Industries & Professions /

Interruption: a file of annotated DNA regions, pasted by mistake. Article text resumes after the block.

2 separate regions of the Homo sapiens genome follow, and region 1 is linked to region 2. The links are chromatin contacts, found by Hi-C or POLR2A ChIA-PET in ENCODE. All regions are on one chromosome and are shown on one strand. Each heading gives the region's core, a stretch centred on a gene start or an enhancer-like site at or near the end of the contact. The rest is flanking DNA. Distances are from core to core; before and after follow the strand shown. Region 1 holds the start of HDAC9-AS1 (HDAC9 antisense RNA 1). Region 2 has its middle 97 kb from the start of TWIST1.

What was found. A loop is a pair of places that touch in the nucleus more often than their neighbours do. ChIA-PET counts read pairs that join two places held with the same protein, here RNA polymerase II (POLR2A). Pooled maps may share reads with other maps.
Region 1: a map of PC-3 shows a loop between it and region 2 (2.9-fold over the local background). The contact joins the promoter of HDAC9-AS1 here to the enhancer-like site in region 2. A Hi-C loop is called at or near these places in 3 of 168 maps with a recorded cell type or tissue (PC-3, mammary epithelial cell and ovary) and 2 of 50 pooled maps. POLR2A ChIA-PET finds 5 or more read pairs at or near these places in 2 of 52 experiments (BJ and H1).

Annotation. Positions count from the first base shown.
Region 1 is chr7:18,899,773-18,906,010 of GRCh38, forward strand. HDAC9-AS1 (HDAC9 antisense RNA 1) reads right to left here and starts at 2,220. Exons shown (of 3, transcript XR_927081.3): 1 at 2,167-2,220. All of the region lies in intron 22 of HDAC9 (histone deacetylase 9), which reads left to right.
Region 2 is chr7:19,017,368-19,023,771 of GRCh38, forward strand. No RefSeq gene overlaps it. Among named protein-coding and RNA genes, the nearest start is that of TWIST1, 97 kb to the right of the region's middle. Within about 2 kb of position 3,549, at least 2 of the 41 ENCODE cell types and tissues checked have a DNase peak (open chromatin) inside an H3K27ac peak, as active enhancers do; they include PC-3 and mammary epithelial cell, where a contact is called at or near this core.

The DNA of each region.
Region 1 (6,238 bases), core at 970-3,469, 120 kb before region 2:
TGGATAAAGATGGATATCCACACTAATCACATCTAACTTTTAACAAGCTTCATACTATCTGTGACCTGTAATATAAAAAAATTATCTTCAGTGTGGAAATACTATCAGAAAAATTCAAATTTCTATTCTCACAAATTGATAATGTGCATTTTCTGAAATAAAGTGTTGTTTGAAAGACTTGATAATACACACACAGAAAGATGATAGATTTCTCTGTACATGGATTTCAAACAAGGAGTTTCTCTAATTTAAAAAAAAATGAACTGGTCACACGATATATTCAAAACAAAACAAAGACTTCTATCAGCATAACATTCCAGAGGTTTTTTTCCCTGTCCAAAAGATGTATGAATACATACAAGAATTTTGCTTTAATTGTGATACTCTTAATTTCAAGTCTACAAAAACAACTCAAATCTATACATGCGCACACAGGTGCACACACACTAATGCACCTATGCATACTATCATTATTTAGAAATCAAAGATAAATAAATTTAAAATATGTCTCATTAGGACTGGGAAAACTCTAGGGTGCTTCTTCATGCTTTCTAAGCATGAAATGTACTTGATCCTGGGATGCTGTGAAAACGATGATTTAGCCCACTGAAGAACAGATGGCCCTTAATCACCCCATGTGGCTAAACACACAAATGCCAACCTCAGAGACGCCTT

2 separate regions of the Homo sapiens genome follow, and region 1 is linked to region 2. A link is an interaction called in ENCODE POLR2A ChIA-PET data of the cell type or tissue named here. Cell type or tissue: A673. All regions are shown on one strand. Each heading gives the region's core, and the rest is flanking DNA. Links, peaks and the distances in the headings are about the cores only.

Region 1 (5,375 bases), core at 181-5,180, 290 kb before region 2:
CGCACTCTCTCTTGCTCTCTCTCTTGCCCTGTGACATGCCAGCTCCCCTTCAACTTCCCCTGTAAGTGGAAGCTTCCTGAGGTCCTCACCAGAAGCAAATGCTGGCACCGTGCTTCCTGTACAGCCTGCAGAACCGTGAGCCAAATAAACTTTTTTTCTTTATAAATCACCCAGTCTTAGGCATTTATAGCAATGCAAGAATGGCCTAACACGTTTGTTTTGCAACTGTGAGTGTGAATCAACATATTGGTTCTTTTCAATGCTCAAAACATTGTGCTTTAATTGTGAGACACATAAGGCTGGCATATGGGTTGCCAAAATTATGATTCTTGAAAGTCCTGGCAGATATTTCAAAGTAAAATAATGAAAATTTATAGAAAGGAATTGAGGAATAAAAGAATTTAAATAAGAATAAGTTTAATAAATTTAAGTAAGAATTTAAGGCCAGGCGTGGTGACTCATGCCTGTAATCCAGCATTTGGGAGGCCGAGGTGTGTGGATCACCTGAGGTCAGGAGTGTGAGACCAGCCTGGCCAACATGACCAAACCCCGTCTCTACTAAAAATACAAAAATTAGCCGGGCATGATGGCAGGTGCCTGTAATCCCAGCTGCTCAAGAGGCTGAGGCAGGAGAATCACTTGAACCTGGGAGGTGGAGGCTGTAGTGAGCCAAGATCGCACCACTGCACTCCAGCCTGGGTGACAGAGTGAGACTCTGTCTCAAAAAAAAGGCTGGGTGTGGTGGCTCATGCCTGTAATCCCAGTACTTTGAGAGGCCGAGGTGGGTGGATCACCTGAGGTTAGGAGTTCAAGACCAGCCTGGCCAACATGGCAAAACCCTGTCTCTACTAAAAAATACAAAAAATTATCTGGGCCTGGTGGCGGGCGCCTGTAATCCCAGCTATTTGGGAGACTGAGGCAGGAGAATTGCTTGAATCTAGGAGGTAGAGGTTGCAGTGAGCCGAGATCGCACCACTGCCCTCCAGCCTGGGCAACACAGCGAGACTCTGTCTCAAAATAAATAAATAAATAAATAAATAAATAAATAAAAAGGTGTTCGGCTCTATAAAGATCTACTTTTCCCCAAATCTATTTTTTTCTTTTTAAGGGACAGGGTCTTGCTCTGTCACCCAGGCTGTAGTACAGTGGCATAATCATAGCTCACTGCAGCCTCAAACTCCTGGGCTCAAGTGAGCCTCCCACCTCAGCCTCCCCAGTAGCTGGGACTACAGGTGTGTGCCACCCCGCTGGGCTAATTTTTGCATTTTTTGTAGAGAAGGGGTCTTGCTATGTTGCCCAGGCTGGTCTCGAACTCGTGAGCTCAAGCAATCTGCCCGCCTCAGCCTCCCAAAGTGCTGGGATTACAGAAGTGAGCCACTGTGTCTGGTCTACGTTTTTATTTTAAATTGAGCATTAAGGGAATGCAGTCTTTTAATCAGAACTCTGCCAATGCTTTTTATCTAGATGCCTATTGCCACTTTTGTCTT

Entrepreneurship has long been considered risky, although that perception is slowly changing, thanks to the number of successful online businesses. Still, it takes considerable money, time, and effort to open a business and to keep it going long enough to start seeing profits. Success also depends on trends, customer demand, political climate, competition, the economy, and other unpredictable social factors. The longer a company remains in business, the more likely it is to succeed. However, companies can still go out of business up to 15 years after launching. According to Small Business Administration data reported in 2010, seven out of 10 new employer firms survived at least 2 years; 50 percent survived at least 5 years; a third of the companies survived at least 10 years; and 25 percent survived 15 years or more. According to a report by Career Builder and Economic Modeling Specialists, there were about 10 million self-employed people as of 2013. The report also indicated that more than a third of self-employed people were age 55 or older, and 62 percent were men. Overall, the number of self-employed workers in the U.S. has declined by nearly a million jobs since 2006. Yet in spite of the risks associated with starting a business, entrepreneurship continues to be strong. It is part of the American identity-the United States is viewed worldwide as a land of opportunity. People have increasingly turned to starting a small business as an alternative for employment while the job market remains highly challenging. There are no educational, racial, or gender barriers to starting a new business, so there are opportunities for people of all backgrounds. According to the U.S. Census Bureau, minority-owned businesses include 5.8 million firms that generated more than $120 billion in revenues as of 2007. About one in five of all minority-owned firms had paid employees. The trend in home-based businesses is growing rapidly. The trend was started initially by women who wanted to stay home to care for their children but either didn't want to give up their jobs or needed the income. Now more than half of the people working from home are men. Other factors that have contributed to the increase of at-home businesses include downsizing during hard economic times, the growth of the Internet and computer technology, and the growth of the service sector of the economy. Many college students are financing their educations through working at home as freelance workers or independent contractors. This sector of entrepreneurs is expected to continue to grow. According to a report published in 2012 by Intuit, the freelance population is expected to be 40 percent of all workers by 2020.